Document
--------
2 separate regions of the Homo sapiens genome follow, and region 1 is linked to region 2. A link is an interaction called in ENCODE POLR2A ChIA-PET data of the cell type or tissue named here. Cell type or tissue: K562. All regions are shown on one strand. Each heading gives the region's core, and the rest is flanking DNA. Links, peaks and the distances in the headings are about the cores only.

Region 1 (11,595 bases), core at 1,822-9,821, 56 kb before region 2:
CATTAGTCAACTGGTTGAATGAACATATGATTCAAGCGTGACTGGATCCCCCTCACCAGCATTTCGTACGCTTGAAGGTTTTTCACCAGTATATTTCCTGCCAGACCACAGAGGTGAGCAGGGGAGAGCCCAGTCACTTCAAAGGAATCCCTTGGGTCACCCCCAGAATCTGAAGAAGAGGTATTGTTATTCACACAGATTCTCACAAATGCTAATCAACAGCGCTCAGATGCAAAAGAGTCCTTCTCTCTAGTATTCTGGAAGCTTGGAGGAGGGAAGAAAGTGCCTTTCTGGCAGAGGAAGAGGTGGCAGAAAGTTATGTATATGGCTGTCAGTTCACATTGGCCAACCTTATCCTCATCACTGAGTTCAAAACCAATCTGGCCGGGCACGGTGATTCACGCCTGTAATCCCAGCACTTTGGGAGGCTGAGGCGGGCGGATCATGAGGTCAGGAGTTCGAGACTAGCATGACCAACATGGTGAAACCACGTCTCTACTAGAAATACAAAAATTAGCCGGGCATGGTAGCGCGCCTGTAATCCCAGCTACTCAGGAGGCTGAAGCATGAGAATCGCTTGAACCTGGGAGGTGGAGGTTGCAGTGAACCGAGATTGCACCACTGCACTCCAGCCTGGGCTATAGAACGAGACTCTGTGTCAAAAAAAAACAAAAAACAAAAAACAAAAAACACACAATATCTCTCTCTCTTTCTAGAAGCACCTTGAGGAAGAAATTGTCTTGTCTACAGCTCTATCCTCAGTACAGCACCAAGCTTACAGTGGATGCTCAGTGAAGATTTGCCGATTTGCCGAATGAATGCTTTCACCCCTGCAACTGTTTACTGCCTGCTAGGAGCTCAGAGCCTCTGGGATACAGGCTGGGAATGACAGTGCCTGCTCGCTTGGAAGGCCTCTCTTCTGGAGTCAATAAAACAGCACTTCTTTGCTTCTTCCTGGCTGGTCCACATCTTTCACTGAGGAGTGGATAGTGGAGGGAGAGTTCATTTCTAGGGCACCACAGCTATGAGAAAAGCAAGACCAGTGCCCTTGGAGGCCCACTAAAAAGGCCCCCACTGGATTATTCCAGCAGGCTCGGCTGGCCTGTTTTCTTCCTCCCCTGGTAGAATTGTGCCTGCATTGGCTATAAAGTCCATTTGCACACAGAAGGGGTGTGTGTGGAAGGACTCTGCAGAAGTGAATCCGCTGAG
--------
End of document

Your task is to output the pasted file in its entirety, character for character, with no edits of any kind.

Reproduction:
2 separate regions of the Homo sapiens genome follow, and region 1 is linked to region 2. A link is an interaction called in ENCODE POLR2A ChIA-PET data of the cell type or tissue named here. Cell type or tissue: K562. All regions are shown on one strand. Each heading gives the region's core, and the rest is flanking DNA. Links, peaks and the distances in the headings are about the cores only.

Region 1 (11,595 bases), core at 1,822-9,821, 56 kb before region 2:
CATTAGTCAACTGGTTGAATGAACATATGATTCAAGCGTGACTGGATCCCCCTCACCAGCATTTCGTACGCTTGAAGGTTTTTCACCAGTATATTTCCTGCCAGACCACAGAGGTGAGCAGGGGAGAGCCCAGTCACTTCAAAGGAATCCCTTGGGTCACCCCCAGAATCTGAAGAAGAGGTATTGTTATTCACACAGATTCTCACAAATGCTAATCAACAGCGCTCAGATGCAAAAGAGTCCTTCTCTCTAGTATTCTGGAAGCTTGGAGGAGGGAAGAAAGTGCCTTTCTGGCAGAGGAAGAGGTGGCAGAAAGTTATGTATATGGCTGTCAGTTCACATTGGCCAACCTTATCCTCATCACTGAGTTCAAAACCAATCTGGCCGGGCACGGTGATTCACGCCTGTAATCCCAGCACTTTGGGAGGCTGAGGCGGGCGGATCATGAGGTCAGGAGTTCGAGACTAGCATGACCAACATGGTGAAACCACGTCTCTACTAGAAATACAAAAATTAGCCGGGCATGGTAGCGCGCCTGTAATCCCAGCTACTCAGGAGGCTGAAGCATGAGAATCGCTTGAACCTGGGAGGTGGAGGTTGCAGTGAACCGAGATTGCACCACTGCACTCCAGCCTGGGCTATAGAACGAGACTCTGTGTCAAAAAAAAACAAAAAACAAAAAACAAAAAACACACAATATCTCTCTCTCTTTCTAGAAGCACCTTGAGGAAGAAATTGTCTTGTCTACAGCTCTATCCTCAGTACAGCACCAAGCTTACAGTGGATGCTCAGTGAAGATTTGCCGATTTGCCGAATGAATGCTTTCACCCCTGCAACTGTTTACTGCCTGCTAGGAGCTCAGAGCCTCTGGGATACAGGCTGGGAATGACAGTGCCTGCTCGCTTGGAAGGCCTCTCTTCTGGAGTCAATAAAACAGCACTTCTTTGCTTCTTCCTGGCTGGTCCACATCTTTCACTGAGGAGTGGATAGTGGAGGGAGAGTTCATTTCTAGGGCACCACAGCTATGAGAAAAGCAAGACCAGTGCCCTTGGAGGCCCACTAAAAAGGCCCCCACTGGATTATTCCAGCAGGCTCGGCTGGCCTGTTTTCTTCCTCCCCTGGTAGAATTGTGCCTGCATTGGCTATAAAGTCCATTTGCACACAGAAGGGGTGTGTGTGGAAGGACTCTGCAGAAGTGAATCCGCTGAG